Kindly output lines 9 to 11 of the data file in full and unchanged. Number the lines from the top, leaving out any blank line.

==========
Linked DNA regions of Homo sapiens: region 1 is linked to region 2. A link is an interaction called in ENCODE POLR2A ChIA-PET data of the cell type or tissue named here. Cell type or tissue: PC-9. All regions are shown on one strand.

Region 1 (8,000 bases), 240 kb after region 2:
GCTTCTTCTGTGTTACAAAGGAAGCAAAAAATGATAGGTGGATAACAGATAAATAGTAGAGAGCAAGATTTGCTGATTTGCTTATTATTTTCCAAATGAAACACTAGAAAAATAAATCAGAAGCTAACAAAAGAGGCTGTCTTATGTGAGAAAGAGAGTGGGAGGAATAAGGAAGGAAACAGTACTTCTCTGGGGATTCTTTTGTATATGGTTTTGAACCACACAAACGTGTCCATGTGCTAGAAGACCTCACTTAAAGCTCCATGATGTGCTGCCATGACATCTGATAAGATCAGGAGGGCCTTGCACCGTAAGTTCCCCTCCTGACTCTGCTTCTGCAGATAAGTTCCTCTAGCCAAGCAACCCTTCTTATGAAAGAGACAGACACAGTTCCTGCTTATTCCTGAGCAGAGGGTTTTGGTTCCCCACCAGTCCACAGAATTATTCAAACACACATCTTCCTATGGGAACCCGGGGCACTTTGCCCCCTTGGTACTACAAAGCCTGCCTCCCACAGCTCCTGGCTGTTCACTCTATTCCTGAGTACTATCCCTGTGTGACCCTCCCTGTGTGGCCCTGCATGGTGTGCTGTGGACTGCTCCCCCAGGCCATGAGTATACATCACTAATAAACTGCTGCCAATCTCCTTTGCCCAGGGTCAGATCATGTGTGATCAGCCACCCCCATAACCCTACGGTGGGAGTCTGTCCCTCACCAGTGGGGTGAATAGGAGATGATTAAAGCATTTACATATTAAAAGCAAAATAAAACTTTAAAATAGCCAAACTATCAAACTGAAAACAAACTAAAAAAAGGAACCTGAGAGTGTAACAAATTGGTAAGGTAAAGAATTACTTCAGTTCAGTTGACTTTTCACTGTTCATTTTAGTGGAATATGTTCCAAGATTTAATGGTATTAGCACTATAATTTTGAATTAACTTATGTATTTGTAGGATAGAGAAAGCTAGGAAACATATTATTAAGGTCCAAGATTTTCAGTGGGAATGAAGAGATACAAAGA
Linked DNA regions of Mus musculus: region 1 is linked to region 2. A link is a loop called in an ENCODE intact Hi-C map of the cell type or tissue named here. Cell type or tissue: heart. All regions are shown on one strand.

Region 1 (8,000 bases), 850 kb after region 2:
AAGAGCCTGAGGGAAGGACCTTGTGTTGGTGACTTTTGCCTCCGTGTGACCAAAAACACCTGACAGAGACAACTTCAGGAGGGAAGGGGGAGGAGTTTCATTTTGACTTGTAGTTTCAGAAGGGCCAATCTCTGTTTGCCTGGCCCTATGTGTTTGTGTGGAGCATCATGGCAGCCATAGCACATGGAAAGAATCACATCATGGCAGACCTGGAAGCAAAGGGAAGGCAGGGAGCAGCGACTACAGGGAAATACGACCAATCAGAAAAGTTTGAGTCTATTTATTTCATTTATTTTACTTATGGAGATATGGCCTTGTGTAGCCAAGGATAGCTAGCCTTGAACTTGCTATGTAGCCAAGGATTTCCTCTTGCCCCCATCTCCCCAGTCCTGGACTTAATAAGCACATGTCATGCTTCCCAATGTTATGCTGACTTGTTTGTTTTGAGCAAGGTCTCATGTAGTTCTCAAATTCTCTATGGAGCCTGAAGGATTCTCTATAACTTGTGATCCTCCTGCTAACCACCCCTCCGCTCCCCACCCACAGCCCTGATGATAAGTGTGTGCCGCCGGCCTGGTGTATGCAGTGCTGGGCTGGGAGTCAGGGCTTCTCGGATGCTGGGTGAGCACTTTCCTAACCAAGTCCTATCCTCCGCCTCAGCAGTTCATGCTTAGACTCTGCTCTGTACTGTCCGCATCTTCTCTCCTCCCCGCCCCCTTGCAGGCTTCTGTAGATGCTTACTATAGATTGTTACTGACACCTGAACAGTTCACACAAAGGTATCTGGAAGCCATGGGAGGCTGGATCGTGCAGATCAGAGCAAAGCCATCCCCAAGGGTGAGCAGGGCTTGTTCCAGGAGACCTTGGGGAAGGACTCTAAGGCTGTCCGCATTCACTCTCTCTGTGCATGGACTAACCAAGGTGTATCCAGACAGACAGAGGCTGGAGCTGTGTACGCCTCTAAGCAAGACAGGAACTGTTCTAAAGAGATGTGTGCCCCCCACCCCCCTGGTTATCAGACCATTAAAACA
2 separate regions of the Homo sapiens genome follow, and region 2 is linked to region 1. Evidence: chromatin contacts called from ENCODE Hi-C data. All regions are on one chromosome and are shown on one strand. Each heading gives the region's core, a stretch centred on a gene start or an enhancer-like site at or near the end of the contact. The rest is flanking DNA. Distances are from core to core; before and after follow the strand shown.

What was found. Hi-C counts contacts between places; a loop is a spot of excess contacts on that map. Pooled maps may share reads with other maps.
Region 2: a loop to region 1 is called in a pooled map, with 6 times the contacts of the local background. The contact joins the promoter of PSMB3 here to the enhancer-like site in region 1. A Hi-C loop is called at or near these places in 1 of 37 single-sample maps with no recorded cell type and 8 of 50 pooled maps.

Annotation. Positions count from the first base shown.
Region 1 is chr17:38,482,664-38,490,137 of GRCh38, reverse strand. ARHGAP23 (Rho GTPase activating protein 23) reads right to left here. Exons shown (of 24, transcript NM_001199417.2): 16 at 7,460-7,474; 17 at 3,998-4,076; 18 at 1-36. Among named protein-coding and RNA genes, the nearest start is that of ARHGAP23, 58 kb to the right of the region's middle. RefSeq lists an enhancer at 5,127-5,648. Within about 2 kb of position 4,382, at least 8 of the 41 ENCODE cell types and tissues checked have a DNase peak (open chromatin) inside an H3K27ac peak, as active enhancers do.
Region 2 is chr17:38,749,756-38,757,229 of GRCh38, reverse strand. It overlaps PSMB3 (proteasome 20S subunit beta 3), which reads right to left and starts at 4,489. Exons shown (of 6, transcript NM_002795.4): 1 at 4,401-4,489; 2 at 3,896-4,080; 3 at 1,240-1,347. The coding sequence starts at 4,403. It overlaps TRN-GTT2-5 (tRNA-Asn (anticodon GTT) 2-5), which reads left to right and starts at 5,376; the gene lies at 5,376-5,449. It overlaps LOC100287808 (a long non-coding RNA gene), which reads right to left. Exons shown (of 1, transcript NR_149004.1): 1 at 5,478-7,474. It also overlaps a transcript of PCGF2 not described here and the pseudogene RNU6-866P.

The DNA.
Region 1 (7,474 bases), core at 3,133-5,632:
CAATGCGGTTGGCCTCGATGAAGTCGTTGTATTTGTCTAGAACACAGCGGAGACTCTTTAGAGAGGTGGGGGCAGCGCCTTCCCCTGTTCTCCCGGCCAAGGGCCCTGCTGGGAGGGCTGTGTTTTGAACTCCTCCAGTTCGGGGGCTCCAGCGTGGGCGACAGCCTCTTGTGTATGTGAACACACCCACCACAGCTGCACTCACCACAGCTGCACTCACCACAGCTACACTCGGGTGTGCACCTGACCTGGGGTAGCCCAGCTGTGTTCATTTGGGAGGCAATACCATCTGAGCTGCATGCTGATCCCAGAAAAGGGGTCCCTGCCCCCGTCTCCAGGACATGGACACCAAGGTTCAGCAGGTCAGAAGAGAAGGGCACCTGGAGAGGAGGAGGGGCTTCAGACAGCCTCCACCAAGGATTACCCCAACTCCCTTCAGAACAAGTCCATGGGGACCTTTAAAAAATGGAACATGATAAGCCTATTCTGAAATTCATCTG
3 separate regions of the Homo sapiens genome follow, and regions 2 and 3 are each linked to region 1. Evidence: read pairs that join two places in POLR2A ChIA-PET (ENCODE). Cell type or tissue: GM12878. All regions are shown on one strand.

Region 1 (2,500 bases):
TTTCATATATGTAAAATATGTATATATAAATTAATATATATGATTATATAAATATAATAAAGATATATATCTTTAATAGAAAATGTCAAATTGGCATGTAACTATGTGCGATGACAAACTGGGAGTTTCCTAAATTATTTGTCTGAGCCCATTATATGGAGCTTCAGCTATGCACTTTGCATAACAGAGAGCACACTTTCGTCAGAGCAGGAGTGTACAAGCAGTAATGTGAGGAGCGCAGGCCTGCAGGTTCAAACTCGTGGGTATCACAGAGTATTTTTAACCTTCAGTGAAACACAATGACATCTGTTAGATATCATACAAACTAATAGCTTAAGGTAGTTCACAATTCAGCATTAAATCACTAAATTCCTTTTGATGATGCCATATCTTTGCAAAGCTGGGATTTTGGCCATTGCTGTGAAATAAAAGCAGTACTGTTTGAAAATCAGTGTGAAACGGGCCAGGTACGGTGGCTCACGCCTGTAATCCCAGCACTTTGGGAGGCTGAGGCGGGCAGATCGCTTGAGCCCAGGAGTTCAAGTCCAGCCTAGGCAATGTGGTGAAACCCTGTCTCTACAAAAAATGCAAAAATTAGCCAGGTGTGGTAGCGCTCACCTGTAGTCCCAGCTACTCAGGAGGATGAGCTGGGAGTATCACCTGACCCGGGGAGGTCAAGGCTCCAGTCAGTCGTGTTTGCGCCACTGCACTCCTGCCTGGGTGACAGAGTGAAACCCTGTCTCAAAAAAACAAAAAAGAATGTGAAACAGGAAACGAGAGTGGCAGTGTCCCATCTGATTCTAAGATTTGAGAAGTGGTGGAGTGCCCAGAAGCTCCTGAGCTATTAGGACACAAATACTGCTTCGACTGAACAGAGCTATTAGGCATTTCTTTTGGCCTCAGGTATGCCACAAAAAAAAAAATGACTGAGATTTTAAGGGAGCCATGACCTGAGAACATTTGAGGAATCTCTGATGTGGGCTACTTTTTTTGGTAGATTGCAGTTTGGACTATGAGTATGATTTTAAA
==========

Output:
Region 2: a loop to region 1 is called in a pooled map, with 6 times the contacts of the local background. The contact joins the promoter of PSMB3 here to the enhancer-like site in region 1. A Hi-C loop is called at or near these places in 1 of 37 single-sample maps with no recorded cell type and 8 of 50 pooled maps.

Annotation. Positions count from the first base shown.
Region 1 is chr17:38,482,664-38,490,137 of GRCh38, reverse strand. ARHGAP23 (Rho GTPase activating protein 23) reads right to left here. Exons shown (of 24, transcript NM_001199417.2): 16 at 7,460-7,474; 17 at 3,998-4,076; 18 at 1-36. Among named protein-coding and RNA genes, the nearest start is that of ARHGAP23, 58 kb to the right of the region's middle. RefSeq lists an enhancer at 5,127-5,648. Within about 2 kb of position 4,382, at least 8 of the 41 ENCODE cell types and tissues checked have a DNase peak (open chromatin) inside an H3K27ac peak, as active enhancers do.